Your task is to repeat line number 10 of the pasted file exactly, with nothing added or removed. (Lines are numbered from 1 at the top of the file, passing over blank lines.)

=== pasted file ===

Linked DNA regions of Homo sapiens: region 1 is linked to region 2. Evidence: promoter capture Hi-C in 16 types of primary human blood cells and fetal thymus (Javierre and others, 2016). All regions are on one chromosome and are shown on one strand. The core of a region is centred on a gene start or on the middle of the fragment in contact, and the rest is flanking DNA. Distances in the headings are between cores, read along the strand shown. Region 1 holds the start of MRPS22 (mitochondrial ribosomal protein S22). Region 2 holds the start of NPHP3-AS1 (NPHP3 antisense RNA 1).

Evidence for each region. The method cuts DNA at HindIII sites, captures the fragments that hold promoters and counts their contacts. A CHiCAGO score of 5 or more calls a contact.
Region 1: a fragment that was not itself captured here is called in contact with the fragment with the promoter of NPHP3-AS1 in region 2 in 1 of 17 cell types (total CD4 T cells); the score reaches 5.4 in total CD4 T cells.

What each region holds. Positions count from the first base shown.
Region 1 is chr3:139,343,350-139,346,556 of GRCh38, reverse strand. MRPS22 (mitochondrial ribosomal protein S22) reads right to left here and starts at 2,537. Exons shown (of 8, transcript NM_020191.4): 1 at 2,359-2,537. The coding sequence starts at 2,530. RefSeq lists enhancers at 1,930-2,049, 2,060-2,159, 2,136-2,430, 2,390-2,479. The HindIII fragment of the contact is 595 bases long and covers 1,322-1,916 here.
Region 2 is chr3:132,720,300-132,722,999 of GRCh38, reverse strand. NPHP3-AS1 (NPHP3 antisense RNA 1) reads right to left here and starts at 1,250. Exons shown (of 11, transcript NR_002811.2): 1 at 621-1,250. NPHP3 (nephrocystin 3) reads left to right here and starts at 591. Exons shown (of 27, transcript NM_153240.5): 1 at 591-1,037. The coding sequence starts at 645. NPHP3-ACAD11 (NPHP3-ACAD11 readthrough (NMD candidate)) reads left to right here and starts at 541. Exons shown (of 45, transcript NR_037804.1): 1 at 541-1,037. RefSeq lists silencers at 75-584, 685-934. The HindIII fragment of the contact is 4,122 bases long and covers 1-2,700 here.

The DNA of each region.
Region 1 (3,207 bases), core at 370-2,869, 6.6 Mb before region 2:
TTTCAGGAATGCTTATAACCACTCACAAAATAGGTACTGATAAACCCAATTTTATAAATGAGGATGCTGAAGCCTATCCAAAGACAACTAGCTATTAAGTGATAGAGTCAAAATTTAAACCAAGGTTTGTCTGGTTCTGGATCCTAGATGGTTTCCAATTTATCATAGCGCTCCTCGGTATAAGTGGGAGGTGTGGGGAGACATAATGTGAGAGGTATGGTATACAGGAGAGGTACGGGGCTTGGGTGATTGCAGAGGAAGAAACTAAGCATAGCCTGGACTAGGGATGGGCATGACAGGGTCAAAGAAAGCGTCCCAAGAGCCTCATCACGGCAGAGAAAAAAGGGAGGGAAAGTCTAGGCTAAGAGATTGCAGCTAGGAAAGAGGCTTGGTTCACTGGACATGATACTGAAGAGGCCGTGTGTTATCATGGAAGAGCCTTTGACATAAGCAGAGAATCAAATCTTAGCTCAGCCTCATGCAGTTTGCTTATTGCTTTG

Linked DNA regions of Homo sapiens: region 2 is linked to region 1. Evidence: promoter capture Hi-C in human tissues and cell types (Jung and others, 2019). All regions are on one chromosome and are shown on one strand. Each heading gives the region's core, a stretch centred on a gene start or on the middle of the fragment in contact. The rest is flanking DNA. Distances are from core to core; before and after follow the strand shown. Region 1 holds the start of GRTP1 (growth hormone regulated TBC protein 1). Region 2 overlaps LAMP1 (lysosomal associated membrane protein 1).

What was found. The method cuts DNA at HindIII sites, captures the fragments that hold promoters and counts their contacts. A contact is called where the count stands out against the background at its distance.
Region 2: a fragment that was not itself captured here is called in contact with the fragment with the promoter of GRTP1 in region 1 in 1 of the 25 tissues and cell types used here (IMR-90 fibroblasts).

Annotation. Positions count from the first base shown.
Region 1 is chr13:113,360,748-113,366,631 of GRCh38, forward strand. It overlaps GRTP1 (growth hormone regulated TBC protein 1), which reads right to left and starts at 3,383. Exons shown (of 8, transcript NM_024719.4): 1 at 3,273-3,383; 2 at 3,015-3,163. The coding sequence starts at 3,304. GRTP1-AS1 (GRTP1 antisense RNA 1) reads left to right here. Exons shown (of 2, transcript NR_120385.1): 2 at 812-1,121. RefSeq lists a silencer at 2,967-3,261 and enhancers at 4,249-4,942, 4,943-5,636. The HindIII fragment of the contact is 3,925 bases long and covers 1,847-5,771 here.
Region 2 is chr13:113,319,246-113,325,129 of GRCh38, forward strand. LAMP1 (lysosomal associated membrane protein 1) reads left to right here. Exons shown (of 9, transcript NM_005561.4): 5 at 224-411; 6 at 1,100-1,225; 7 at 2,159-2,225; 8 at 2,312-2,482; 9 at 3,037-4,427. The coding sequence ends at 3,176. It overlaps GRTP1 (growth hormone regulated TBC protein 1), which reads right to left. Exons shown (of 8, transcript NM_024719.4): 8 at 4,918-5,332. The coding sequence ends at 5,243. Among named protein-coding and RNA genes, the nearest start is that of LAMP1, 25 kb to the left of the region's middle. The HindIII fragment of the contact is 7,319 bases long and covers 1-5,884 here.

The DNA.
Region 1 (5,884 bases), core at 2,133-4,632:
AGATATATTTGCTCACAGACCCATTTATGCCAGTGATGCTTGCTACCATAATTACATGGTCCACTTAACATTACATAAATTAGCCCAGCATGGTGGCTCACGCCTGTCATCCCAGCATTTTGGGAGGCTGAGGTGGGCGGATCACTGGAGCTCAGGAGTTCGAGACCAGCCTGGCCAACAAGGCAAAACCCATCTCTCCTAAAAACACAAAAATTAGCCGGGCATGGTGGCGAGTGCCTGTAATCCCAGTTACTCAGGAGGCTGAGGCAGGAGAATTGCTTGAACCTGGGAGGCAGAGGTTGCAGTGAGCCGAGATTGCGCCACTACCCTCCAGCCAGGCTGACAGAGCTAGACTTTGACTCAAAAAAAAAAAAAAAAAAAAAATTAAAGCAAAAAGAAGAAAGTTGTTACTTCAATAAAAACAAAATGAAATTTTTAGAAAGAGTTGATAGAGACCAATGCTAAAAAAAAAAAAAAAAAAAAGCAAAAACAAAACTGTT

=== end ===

Linked DNA regions of Homo sapiens: region 2 is linked to region 1. Evidence: promoter capture Hi-C in human tissues and cell types (Jung and others, 2019). All regions are on one chromosome and are shown on one strand. Each heading gives the region's core, a stretch centred on a gene start or on the middle of the fragment in contact. The rest is flanking DNA. Distances are from core to core; before and after follow the strand shown. Region 1 holds the start of GRTP1 (growth hormone regulated TBC protein 1). Region 2 overlaps LAMP1 (lysosomal associated membrane protein 1).